ILNews

IMS attorney excels in fast-paced work environment

Back to TopCommentsE-mailPrintBookmark and Share

Susan Rivas enjoys the sound of cars zipping around the track at the Indianapolis Motor Speedway. Her office window overlooks the back of the grandstand, about 100 feet away, where workers are busy readying the stands for thousands of visitors.

This is an exciting and busy time of year for Rivas, who joined the Indianapolis Motor Speedway Corp. as corporate counsel and senior director of legal affairs last September. In her role, she provides legal services for IMSC and all of Hulman & Co., including INDYCAR, Clabber Girl, IMS Productions and INDYCAR Entertainment.
 

il-ims-counsel01-15col.jpg Susan Rivas (IL Photo/ Perry Reichanadter)

“I was a partner for 13 years at Ice Miller, and I did work from time to time for the Speedway and also for the Clabber Girl Corp. and worked closely with Gretchen (Snelling), the general counsel, when she was at Ice

Miller. So I would say it was a little bit of a dream job, based upon a longtime association,” Rivas said.

“The days go really fast. The people I work with are tremendous – we laugh a lot, and we work cooperatively; it’s really a lot of fun,” she said.

Small staff, big job

IMSC’s legal department is comprised of one paralegal, one administrative assistant and two lawyers – Rivas and Snelling, IMS vice president and chief legal counsel. Ice Miller handles litigation for the corporation.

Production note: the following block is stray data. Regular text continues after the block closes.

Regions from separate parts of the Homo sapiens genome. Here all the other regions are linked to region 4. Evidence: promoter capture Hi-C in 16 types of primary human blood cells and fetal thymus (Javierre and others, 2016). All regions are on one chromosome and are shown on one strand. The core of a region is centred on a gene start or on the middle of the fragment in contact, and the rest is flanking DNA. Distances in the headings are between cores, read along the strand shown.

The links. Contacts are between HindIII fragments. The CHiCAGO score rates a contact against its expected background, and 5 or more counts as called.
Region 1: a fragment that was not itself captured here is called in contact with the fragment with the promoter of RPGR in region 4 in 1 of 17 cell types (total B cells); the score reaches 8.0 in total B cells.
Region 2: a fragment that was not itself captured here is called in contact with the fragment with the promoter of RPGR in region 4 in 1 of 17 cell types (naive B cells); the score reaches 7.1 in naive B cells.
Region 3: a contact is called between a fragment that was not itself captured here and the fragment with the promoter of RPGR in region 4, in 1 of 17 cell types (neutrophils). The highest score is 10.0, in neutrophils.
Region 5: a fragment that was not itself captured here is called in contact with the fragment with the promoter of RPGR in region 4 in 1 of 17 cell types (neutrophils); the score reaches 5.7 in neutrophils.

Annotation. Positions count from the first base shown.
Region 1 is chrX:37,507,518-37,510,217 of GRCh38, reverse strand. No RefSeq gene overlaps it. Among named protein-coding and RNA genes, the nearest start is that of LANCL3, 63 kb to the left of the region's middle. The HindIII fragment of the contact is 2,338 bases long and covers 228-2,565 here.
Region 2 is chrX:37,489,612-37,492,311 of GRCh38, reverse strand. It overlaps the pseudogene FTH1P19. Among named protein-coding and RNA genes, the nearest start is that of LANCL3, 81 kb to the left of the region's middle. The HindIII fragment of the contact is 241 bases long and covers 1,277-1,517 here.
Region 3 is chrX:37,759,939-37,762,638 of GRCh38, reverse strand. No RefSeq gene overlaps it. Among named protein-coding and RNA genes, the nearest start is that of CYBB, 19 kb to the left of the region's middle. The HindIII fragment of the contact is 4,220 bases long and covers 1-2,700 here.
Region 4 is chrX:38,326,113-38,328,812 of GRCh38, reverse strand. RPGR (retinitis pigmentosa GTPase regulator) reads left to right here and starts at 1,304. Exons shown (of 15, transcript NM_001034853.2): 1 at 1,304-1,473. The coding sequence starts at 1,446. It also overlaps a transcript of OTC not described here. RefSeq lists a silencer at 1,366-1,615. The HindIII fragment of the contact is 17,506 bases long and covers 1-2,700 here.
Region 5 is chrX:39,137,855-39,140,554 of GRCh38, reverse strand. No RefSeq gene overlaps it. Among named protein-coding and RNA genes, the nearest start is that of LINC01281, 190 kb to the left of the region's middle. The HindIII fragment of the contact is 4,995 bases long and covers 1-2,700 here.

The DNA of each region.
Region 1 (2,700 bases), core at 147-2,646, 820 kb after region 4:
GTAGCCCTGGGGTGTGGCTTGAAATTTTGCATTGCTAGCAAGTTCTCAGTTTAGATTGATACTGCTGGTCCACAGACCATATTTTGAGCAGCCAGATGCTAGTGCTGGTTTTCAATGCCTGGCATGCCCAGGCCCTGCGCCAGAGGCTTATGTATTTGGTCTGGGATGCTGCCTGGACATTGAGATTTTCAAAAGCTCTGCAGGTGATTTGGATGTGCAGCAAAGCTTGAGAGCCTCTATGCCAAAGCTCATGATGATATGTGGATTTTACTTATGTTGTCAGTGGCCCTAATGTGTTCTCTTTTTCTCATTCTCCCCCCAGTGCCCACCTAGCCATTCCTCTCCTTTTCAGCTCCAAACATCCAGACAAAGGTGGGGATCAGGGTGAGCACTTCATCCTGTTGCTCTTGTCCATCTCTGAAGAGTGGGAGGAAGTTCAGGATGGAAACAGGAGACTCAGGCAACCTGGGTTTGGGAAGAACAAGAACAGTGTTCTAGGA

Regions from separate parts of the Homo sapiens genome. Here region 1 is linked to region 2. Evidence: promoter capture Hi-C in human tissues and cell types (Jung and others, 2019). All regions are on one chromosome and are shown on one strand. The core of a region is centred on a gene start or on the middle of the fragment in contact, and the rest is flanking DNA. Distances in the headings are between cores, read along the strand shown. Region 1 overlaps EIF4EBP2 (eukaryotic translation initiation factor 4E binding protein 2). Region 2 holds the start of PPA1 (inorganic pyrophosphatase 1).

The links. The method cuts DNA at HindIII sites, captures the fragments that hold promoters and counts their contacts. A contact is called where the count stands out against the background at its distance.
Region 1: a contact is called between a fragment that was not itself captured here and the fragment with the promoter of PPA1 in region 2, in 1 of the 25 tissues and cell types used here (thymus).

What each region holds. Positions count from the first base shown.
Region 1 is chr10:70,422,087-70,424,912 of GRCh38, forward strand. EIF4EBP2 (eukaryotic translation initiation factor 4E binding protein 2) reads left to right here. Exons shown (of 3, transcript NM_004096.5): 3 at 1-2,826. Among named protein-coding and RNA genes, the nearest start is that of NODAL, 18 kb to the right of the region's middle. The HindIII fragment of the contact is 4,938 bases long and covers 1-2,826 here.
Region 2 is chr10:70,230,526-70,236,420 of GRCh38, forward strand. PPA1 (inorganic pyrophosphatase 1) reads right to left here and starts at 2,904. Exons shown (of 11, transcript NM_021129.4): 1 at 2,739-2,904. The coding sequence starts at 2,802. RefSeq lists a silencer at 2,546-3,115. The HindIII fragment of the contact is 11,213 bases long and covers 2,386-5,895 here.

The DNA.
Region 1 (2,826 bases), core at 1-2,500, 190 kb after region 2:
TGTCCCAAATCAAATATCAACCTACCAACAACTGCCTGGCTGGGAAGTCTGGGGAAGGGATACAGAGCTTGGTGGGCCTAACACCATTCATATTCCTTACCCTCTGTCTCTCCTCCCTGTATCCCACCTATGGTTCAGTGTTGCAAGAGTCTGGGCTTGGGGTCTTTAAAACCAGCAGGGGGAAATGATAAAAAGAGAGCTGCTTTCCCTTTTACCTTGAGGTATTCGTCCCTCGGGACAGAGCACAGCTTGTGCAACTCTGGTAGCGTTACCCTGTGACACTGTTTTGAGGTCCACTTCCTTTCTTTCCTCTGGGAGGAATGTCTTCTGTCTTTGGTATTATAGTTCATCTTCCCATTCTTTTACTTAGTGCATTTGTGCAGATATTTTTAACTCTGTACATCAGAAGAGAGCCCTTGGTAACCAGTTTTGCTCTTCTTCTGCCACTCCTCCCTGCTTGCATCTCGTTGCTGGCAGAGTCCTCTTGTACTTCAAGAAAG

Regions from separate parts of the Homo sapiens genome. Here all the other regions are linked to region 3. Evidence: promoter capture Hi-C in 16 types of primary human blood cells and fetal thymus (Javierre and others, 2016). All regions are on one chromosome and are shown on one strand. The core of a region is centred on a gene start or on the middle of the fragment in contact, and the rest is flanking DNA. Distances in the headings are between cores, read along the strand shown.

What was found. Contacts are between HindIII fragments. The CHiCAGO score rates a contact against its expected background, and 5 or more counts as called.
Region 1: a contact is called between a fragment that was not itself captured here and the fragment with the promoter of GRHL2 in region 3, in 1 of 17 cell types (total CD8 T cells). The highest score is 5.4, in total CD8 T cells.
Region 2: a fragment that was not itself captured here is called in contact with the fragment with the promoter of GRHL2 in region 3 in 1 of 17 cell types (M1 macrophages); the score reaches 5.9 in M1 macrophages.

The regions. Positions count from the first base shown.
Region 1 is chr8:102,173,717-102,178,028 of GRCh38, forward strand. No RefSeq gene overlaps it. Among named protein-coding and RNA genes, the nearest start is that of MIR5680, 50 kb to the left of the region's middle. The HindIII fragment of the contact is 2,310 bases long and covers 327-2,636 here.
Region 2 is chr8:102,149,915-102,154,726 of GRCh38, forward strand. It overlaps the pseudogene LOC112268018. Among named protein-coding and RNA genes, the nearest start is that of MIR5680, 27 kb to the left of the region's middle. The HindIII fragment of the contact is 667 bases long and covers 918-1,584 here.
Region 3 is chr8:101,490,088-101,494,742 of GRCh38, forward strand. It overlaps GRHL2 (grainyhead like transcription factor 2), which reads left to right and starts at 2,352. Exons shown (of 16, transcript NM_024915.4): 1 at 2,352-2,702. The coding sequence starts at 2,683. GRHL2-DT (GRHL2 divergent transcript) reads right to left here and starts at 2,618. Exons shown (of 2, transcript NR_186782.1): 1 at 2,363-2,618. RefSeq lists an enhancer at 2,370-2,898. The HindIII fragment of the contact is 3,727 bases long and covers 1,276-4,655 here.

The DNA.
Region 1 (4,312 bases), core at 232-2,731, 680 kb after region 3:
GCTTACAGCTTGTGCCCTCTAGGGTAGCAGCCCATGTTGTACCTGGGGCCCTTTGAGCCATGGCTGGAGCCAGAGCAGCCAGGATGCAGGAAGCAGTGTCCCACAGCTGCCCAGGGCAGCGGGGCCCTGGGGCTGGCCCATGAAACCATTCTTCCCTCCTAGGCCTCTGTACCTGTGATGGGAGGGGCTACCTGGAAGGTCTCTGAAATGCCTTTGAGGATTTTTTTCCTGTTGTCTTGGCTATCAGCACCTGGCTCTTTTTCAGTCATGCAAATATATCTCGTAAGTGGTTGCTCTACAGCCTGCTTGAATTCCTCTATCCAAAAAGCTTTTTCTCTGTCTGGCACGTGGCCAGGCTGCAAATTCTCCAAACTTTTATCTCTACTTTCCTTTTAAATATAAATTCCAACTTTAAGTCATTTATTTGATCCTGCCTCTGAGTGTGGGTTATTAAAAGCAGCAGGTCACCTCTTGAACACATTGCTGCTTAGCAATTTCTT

Rivas said that having such a small staff means everyone must share responsibilities to get the work done. And Rivas is typically the last set of eyes on a contract.

“My specific job involves review of a lot of contracts because – especially at this time of year – we just do a tremendous amount of contracts, and I’m the last person that has to sign off, unless it’s something that the general counsel gets involved in,” Rivas said. “So I consider my job to be making sure that contracts are right, and also that they’re done quickly.”

The staff is always looking for ways to streamline processes and boost efficiency.

“The legal profession is lagging behind the world in efficiency. When you have to sit down and draft an agreement, it’s a consumer of time, and the business is moving on very quickly. So we’re struggling always to be more efficient and give better service to our clients,” Rivas said.

Variety and challenge

Rivas has been a business lawyer her entire career. She developed Ice Miller’s antitrust investigation, regulatory and counseling practice and advised DowElanco (now Dow AgroSciences) on joint ventures, acquisitions and other corporate issues. This broad experience serves her well in her job at IMSC.

“I think most people view us as a place where you hold races, but there’s a huge entertainment side to it that’s just like any other entertainment business, in that we have suites, we have concerts here, we sell alcohol, we sell food … so there’s just a tremendous variety of legal work to be done.”

Rivas said she’s still learning about some specific racing law issues, and she enjoys the challenge of learning something new and different. She’s also keenly aware of the potential for liability.

“It’s very specialized in racing – the risks are severe – and you have to be completely on top of it with insurance and releases. Really, letting people come on the property is a big deal,” she said.